Samsung chairman Lee Kun-hee dies at 78

Oct 26, 2020, 08:29 am

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Late Samsung Group Chairman Lee Kun-hee

AsiaToday reporter Jeong Seok-man

A great star in the Korean business community has fallen. Samsung Group Chairman Lee Kun-hee died at the age of 78 at Samsung Medical Center in Seoul on Oct. 25. It has been six years since May 2014 when he collapsed at his home in Itaewon-dong, Seoul following a heart attack.

Samsung said Lee died with his family members, including his son and de facto company chief, Lee Jae-yong, by his side. The funeral is likely to be four days long, ending with Lee’s burial on Wednesday. Lee will be buried in Samsung family’s burial ground in Yongin, Gyeonggi Province. President Moon Jae-in sent condolence message to the family of late Samsung head.

Lee took the Samsung crown in 1987 at the age of 45 when his father Lee Byung-chull, founder of the conglomerate, died. Born in 1942 in Daegu, Lee was raised by his grandmother until he was 3. In 1947, Lee reunited with the whole family as they moved to Seoul. In 1953, Lee was sent to Tokyo to study, as his father told him to “watch and learn from an advanced country.”

After graduating from Waseda University in Japan and George Washington University’s Graduate School of Business, he met Hong Ra-hee, who was attending the department of applied art at Seoul National University, in 1966, and married her the following year. In the 1970s Lee to sought to enter the high-tech industry by traveling through Silicon Valley in the U.S. and began taking business management training as a successor to Samsung Group when he was promoted to vice chairman of Samsung C&T in 1978.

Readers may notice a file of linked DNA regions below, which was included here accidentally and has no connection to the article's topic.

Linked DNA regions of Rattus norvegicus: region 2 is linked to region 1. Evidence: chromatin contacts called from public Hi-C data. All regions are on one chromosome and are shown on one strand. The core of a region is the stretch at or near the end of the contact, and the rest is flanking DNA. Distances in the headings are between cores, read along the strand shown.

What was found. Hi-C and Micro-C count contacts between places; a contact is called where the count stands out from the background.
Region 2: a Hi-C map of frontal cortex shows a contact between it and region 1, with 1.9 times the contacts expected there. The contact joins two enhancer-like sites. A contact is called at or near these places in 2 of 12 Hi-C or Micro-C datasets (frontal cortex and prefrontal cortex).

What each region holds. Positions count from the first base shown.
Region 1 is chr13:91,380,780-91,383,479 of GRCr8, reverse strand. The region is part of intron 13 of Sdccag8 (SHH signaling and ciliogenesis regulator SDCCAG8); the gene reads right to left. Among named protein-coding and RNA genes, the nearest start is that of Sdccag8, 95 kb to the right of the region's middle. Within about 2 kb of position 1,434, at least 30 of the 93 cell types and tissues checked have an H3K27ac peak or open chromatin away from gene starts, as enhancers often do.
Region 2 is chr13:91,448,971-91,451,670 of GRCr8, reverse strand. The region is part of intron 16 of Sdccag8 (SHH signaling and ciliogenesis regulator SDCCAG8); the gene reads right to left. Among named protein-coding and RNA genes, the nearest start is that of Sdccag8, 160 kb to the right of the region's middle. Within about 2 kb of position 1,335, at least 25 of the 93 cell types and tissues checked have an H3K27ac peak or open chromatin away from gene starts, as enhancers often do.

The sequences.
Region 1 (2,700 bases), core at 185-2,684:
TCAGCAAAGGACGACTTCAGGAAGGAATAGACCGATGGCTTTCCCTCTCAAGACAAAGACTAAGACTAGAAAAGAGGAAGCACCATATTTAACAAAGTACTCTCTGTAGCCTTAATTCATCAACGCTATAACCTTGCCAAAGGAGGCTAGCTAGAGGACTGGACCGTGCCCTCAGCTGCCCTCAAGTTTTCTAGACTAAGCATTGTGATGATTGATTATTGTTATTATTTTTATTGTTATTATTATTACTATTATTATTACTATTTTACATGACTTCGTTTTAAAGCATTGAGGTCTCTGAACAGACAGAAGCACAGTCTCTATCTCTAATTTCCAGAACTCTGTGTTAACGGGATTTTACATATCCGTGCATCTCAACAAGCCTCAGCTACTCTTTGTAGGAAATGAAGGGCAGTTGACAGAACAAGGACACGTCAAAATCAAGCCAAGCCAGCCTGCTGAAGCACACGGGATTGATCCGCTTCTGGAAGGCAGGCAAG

Since taking office as chairman, Lee led the tech giant to become the world’s leading player in the semiconductor and mobile phone sectors with his bold decision and unrivaled sights, making the corporate stand at the center of the South Korean economy.

In 1974, Lee acquired Korea Semiconductor with his own asset, and merged Samsung Semiconductor & Telecommunications Co. with Samsung Electronics to boost focus in the semiconductor sector, which bore fruition when the company developed the world’s first 64-megabite dynamic random-access memory (DRAM) chip in 1992. The company became the top global memory chip maker the following year.

Behind the dramatic transformation of the company was the chairman’s declaration of “New Management,” which was made in Frankfurt in 1993. “Change everything except your wife and children,” he said at that time, emphasizing the importance of product quality, over and above production volume. His order to burn 150,000 defective Anycall mobile phones in 1995 was part of efforts to prioritize quality.

The efforts paid off. In 2006, Samsung overtook Japan’s Sony to become the No. 1 in the global TV market. It also gained the top spot in the global smartphone market, beating Apple.

Samsung’s annual revenue was less than 10 trillion won in 1987, but the figure grew to 386 trillion won as of 2018. Its total market capitalization also increased by 396 times from 1 trillion won to 396 trillion won. 

Business circles mourned the death of Samsung chairman, recognizing his business acumen that turned the company into a global consumer electronics giant. The Korea Chamber of Commerce and Industry (KCCI) praised Lee for “exceptional and innovative business management and building Samsung as a global blue-chip company.” “Chairman Lee brought confidence that we can be the world’s best,” it said.

Samsung Group set up an online memorial hall for the late chairman via the company’s internal system.

The funeral will be a small family affair, Samsung said.

#Samsung Group #Lee Kun-hee 
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